Kashmiri boy inspires youth to learn traditional musical instrument Rabab

Srinagar (Jammu and Kashmir) [India]Jun 27 (ANI): Adnan Manzoor, the youngest Rabab artist from Jammu and Kashmir, has taken the valley’s traditional music to a global platform via social media and has become an inspiration to young people in the valley.

Manzoor was only 15 when he started playing the Rabab, a lute-like instrument, but his fascination with the instrument only increased after learning the guitar.

Today, at 21, Manzoor is the youngest and most famous Rabab player in the valley, and his social media videos have millions of views.

“As an artist, every Kashmiri has to struggle because there are no platforms here. That’s why I started using social media as such. I incorporated the traditional instrument into the music of Bollywood and even metal music,” Manzoor told ANI.

He further added that his cover of Nusrat Fateh Ali Khan’s “Tumhe Dillagi” has been viewed over three million times.

He told ANI that Rabab should be tuned according to the raag of the song one wants to play, unlike the guitar. “The instrument is very difficult compared to the guitar,” he said.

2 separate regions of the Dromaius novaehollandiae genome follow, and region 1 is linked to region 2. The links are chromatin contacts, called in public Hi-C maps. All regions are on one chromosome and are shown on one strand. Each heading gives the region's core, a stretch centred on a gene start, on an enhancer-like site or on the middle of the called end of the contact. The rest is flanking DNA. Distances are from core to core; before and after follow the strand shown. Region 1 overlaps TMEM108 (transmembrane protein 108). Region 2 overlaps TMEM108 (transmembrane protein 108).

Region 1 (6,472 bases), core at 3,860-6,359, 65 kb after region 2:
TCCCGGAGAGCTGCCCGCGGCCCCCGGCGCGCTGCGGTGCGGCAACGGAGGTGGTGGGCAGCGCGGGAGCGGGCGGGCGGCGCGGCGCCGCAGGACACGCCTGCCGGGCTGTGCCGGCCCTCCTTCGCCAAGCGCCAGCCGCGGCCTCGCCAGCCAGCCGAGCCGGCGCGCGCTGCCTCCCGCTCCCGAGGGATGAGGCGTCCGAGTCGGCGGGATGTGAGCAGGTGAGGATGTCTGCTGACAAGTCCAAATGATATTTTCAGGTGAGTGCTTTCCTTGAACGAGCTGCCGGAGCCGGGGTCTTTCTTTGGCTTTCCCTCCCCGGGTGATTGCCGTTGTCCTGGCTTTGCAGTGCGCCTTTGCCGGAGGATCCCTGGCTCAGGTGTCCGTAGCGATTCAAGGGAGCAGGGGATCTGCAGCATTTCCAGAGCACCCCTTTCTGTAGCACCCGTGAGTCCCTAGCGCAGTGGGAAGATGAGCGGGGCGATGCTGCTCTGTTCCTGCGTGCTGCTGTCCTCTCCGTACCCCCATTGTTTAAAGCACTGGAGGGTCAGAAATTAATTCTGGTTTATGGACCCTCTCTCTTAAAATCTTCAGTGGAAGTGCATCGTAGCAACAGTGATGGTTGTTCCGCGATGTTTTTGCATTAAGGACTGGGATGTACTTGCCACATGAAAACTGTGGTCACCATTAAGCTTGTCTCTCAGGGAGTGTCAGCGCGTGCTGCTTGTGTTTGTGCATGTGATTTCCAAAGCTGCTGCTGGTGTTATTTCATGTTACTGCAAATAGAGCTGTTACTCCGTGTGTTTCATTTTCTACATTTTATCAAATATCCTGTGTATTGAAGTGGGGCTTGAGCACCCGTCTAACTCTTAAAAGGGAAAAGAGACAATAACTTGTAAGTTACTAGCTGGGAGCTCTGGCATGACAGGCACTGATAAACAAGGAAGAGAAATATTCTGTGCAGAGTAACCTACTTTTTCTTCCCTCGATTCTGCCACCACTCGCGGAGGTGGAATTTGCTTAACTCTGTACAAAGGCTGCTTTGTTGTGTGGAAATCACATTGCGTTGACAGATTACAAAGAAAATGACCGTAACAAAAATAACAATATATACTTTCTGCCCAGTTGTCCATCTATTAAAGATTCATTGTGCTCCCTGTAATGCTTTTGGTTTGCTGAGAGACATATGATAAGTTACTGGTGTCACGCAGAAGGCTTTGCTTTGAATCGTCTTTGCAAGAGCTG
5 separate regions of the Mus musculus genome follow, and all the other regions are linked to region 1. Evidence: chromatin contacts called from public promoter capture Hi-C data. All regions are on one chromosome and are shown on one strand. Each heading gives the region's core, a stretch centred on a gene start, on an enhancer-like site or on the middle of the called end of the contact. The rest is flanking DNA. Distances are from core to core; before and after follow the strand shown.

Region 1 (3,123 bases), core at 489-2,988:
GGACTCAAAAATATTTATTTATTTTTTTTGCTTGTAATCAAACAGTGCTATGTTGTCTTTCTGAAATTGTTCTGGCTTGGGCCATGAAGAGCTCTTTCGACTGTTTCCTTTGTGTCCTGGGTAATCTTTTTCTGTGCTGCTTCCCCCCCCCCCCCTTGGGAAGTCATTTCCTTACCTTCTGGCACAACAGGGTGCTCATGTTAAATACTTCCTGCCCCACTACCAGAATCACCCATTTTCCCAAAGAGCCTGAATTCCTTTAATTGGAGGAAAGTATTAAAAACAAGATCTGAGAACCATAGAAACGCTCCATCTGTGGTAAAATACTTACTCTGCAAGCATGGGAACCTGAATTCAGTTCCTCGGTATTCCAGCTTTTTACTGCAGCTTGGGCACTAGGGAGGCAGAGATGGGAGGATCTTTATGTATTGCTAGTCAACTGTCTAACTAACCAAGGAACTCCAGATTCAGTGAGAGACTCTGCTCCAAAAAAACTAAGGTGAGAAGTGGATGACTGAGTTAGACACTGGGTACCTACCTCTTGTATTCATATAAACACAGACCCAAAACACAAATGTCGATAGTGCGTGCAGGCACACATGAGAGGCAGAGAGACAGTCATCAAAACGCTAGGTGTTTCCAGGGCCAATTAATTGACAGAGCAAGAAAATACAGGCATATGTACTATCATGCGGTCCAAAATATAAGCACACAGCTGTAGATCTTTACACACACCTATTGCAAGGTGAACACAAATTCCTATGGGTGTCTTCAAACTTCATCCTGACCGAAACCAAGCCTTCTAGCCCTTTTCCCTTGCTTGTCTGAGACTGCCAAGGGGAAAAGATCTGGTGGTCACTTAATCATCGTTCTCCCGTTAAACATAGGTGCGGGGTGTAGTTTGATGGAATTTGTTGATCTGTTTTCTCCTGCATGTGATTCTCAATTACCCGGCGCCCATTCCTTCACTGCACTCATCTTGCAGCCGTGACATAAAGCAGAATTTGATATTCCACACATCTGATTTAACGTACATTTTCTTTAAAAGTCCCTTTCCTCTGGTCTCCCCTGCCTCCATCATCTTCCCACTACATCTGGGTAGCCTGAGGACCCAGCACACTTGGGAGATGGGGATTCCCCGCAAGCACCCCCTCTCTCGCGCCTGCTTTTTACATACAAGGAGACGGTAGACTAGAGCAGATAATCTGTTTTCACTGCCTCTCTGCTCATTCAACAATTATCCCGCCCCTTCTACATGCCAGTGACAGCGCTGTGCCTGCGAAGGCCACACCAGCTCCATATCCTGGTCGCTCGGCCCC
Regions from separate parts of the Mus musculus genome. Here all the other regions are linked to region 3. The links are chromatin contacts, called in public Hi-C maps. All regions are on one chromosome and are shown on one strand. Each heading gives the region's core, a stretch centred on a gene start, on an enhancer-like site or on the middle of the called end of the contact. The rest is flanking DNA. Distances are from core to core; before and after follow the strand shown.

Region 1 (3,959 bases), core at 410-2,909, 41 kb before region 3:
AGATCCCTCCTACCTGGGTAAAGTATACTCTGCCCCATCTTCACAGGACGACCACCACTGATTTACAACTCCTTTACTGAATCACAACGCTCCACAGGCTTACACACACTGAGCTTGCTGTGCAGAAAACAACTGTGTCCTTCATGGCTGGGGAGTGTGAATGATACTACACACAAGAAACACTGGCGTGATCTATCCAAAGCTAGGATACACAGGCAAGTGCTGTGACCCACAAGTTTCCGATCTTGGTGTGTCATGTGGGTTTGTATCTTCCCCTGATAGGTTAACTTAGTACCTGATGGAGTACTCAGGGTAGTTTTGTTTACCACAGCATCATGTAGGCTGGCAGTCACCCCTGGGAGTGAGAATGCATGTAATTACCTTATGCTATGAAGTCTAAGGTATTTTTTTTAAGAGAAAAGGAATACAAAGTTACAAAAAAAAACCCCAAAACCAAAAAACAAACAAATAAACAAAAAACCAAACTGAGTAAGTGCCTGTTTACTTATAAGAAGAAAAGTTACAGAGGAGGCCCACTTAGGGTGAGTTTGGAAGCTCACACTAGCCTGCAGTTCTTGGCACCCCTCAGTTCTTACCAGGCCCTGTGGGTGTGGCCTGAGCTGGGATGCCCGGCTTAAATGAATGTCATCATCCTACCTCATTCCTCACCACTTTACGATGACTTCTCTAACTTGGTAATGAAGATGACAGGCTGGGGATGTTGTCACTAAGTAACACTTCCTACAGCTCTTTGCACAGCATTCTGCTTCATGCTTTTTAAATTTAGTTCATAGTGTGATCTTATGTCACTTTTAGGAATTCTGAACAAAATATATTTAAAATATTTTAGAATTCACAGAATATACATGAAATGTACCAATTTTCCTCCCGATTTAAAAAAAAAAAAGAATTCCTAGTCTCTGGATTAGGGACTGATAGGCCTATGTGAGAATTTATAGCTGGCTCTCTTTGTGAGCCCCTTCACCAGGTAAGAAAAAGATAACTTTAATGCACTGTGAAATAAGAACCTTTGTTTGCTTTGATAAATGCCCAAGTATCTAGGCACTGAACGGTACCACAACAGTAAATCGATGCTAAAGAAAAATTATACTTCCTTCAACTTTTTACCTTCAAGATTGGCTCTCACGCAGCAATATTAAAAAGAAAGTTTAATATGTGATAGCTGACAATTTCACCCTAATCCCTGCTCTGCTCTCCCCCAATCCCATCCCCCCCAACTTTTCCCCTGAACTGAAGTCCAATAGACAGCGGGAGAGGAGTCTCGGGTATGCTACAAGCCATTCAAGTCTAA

Speaking about the future of the instrument, Manzoor said, “I get emails and messages from people who want to learn Rabab. I want the tradition to continue and if I am the inspiration, I would be delighted to be one. I think it is better for young people to turn to sports and music rather than drugs.

He further stated that he has performed in Mumbai and Delhi before and has other projects in the pipeline but due to the COVID-19 pandemic all of them have been pushed from the venue. before.

The Rabab, as we know it today, is considered to be a new version of the Rabab mentioned in historical texts. Also known as the Kabul Rabab, the instrument is the national instrument of Afghanistan, from where it entered India and was adopted by the people of Kashmir.

It is believed to be the ancestor of other subcontinental instruments like the sarod and sarangi. However, centuries after its adoption, only a handful of musicians play the instrument and struggle to keep the tradition alive. (ANI)

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